Wider developments

AROS now has a third distribution available in addition to the regularly updated Icaros Desktop and AROS Broadway. The new AspireOS distribution is aimed mainly at the Acer Aspire One 110 and 150 netbooks, but may also be interesting to users of other PCs looking for a lightweight distribution.

Many applications and games have been added to AROS's software selection in recent months. Some application highlights include AmiFig, Protrekkr and Open Universe. 3D games such as Cube, AssaultCube and Super Tux Kart (with a popular kitty car!) put AROS's 3D graphics enhancements to good use, while many 2D games such as Giana's Return and Mega Mario have also arrived. We have added a number of emulators too to allow even more retro gaming fun to be had.

Status update

Author:Paolo Besser

Latest updates

Many things happened since the latest status update.

Michal Schulz developed the GMA950 hidd, so AROS can now use 2D native functions of the latest GPUs from Intel. This will be really handy for people using Stephen Jones' iMica systems and netbooks like the Acer Aspire One A150.

Krzysztof "Deadwood" Smiechowicz has gone really far with his Gallium3D port to AROS: he has now integrated 2D and 3D accelerated functions in a single driver called Nouveau, which supports 2D acceleration for almost all GeForce GPUs starting from the ancient GeForce 2 cards until the recent GTX 200 series. 3D functions, however, are available only to GeForce FX (5x00), cards and upwards. Some models and GPUs might not be supported yet. Users of Nvidia cards may now regularily use this driver, instead of the old Nvidia one. This will also help Krzysztof fixing it, as it is still work-in-progress. Please refer to this AROS-EXEC topic to help him spotting and fixing bug (and please remember he's not directly responsible for driver quality: he's just adapting and porting to AROS what has been done by Nouveau/Gallium team).

Pavel Fedin is reworking our graphics subsystem, cleaning it up and making it behave like the original Amiga one: the day we won't need anymore to enter driver names in GRUB boot lines is approaching. Some drivers can now be mounted moving them in the Monitors directory (like on AmigaOS), while others not yet. But he's still working on it. Pavel is also fixing linux framebuffer driver and his Win32-hosted version of AROS, which can now move screens like classic Amigas.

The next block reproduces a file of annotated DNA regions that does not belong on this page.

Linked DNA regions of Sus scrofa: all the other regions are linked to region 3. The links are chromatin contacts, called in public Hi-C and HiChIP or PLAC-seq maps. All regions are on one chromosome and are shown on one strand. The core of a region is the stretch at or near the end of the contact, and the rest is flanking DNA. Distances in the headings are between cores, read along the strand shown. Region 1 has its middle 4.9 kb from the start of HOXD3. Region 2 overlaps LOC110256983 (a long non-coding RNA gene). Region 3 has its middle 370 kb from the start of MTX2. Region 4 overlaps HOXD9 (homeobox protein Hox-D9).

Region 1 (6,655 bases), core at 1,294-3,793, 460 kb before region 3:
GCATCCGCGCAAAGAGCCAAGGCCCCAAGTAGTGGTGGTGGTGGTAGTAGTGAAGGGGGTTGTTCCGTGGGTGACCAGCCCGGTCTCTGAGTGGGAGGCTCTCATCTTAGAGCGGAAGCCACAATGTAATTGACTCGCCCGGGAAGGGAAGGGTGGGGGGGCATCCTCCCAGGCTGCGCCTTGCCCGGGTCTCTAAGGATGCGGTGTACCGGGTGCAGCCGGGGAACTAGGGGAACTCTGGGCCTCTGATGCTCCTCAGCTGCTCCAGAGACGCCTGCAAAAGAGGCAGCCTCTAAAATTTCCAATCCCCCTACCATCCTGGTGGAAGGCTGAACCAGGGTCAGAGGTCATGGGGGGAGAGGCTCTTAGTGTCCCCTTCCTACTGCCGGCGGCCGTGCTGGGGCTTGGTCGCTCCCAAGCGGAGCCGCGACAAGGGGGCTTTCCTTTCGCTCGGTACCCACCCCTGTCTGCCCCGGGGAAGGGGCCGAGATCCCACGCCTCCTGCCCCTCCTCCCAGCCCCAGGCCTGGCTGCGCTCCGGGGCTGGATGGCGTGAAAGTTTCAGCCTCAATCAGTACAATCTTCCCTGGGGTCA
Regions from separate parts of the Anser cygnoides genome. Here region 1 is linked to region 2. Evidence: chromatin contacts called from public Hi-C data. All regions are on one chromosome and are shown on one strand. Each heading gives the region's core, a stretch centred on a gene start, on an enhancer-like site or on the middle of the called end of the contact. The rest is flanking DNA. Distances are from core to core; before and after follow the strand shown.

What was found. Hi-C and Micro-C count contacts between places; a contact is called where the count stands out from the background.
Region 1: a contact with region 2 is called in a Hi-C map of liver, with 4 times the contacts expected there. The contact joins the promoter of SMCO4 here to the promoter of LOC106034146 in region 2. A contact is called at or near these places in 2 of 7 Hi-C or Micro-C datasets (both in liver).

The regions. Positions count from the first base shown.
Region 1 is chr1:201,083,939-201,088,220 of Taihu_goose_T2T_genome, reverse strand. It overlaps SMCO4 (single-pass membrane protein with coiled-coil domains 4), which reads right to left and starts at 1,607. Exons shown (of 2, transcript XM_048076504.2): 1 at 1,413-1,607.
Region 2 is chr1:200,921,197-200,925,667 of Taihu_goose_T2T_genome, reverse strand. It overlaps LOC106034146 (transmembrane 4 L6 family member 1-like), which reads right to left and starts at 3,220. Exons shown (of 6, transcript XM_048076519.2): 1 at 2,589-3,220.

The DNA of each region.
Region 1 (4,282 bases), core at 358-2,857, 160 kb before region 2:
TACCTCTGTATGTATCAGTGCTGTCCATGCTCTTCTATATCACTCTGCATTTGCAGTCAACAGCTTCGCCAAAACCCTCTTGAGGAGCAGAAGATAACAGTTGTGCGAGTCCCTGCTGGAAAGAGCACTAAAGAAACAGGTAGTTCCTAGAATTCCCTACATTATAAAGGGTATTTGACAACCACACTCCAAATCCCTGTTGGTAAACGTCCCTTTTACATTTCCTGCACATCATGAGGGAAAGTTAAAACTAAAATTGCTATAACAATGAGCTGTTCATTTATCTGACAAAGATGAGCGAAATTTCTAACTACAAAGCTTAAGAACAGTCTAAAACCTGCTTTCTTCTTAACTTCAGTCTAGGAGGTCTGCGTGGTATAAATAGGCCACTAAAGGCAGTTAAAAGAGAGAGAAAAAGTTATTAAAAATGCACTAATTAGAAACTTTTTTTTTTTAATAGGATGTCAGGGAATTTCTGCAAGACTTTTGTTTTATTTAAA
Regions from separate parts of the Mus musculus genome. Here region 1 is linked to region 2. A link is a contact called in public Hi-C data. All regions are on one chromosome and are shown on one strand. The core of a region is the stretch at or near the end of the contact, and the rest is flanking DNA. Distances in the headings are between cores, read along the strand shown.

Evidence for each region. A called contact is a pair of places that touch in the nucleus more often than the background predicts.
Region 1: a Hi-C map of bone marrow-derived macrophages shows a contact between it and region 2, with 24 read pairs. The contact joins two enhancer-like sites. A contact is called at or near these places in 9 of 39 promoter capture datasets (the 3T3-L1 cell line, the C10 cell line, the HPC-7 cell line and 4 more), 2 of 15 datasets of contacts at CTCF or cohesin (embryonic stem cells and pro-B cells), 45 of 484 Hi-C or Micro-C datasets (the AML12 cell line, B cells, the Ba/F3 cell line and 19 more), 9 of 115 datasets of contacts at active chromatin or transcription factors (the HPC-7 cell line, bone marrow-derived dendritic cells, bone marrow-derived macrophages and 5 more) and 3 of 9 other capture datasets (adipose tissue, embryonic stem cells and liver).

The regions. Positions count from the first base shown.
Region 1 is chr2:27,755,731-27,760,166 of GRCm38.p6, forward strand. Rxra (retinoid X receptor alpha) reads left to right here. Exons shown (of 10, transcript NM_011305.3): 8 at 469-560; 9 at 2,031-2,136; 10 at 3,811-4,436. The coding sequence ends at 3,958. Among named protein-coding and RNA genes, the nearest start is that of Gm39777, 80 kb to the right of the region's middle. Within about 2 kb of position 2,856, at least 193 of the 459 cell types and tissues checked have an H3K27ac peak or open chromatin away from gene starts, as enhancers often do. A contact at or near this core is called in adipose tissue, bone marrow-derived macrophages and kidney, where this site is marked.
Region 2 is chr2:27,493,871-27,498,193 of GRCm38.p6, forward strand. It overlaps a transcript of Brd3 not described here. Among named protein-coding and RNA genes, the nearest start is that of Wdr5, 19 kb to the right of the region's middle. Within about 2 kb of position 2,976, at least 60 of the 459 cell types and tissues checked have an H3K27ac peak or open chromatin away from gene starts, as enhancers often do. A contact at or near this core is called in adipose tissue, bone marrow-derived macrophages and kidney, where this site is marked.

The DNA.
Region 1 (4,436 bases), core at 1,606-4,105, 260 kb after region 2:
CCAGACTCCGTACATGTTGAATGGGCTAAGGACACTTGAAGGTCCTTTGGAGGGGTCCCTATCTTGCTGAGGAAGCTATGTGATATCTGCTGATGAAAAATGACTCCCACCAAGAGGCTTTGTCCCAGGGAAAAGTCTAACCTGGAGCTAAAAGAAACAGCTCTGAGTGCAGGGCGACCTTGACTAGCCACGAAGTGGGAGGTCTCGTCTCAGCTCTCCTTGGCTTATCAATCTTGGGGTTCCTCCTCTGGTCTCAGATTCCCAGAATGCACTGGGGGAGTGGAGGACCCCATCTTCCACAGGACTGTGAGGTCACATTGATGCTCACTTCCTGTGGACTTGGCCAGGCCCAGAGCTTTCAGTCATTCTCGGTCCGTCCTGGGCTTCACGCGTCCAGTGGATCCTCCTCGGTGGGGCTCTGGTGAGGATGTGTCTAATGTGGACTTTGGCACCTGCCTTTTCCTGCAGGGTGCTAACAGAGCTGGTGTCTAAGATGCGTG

Neil Cafferkey has vastly improved our support to FAT partitions, and also made AROS installable on USB pendrives (and bootable from them). This means that regular nightly builds, but also Icaros Destop version 1.2.2 can now be installed on netbooks and other USB-bootable systems using a memory stick instead of a DVD. Paolo Besser has written a complete how-to in PDF format, and placed it on the Icaros website.

Pascal Papara has brought us a brand new distribution called Broadway, which is targeted to attract also people never involved with Amiga computers, and include a stripped down version of the incoming AMC, the first media-center environment based on AmigaOS-like systems. Broadway is not complete yet, but a nice preview version can be downloaded from its website.

Steve "ClusterUK" Jones has announced a new silent version of his iMica line of computers. This Atom-based system will be as performing as the old one, but it will also run completely fanless. We also have to thank Steve for his funding efforts: after paying Davy Wentzler for his useful AHI HDAudio drivers, he also financed the port of the Catweasel MKIV controller drivers and the development of Michal's GMA driver.

Good news for ACube's SAM440EP users too: since April 14th, AROS nightlies are available also for this nice PPC platform, which is still actively mantained. Michal Shulz has also recently brought a EFIKA version of AROS too.

Nick "Kalamatee" Andrews has slightly improved Wanderer and some long- running bugs have been fixed. AROS won't nest directories recursively anymore, when a drawer is placed into its own window by mistake, and AROS desktop can now be populated using the leave out/put away options, which are now finally enabled. He is also working on icon and list view: files can now be listed by details and sorted as you prefer.

There are also many small and big enhancements ongoing "under the hood" and coming from third party software developers, but they are simply too much to be mentioned here. We apologize with them, but we'd also like to say a big "thank you!" to anyone helping us in any way, porting applications, creating new ones, writing documentation and/or just evangelizing AROS inside and outside the Amiga community.